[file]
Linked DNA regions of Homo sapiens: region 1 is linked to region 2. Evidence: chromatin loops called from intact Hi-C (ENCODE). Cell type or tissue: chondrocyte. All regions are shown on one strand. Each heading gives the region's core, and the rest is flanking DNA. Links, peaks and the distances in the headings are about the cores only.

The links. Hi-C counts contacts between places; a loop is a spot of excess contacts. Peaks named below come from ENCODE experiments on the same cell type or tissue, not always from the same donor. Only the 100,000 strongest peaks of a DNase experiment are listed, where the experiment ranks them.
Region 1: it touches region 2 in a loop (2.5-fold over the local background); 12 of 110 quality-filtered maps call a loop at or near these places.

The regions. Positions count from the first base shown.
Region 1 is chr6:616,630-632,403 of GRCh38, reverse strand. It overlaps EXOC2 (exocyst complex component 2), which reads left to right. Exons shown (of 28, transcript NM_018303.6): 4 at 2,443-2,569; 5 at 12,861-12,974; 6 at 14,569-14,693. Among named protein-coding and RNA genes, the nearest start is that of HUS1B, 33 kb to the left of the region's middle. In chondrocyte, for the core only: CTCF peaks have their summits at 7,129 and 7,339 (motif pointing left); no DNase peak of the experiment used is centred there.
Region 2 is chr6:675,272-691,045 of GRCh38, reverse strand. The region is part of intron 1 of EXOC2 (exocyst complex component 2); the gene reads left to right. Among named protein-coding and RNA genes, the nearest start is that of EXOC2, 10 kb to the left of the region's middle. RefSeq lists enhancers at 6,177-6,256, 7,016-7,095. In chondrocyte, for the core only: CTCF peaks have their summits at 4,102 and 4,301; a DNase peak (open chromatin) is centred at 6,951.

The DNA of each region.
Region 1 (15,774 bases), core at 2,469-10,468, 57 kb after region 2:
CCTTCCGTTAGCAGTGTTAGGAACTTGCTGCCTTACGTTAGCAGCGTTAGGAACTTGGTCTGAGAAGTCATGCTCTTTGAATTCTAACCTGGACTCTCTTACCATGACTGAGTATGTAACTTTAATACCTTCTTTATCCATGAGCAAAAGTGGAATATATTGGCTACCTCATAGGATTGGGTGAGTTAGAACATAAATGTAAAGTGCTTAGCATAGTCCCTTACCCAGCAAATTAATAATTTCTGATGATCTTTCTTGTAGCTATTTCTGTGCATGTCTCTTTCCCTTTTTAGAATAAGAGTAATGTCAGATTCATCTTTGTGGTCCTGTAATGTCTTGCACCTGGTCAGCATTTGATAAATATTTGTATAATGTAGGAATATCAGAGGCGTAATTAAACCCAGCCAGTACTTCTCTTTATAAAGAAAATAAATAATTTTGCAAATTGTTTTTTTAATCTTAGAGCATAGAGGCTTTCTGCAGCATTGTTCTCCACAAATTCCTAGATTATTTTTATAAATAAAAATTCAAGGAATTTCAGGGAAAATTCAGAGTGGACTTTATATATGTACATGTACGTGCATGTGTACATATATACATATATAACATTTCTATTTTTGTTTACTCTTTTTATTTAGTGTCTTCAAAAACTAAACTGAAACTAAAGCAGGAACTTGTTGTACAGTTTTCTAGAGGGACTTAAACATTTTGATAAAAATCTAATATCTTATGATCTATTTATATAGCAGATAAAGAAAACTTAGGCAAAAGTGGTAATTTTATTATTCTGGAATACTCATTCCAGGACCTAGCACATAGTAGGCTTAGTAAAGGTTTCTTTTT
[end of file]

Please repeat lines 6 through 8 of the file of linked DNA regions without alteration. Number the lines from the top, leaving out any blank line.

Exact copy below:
Region 2 is chr6:675,272-691,045 of GRCh38, reverse strand. The region is part of intron 1 of EXOC2 (exocyst complex component 2); the gene reads left to right. Among named protein-coding and RNA genes, the nearest start is that of EXOC2, 10 kb to the left of the region's middle. RefSeq lists enhancers at 6,177-6,256, 7,016-7,095. In chondrocyte, for the core only: CTCF peaks have their summits at 4,102 and 4,301; a DNase peak (open chromatin) is centred at 6,951.

The DNA of each region.
Region 1 (15,774 bases), core at 2,469-10,468, 57 kb after region 2: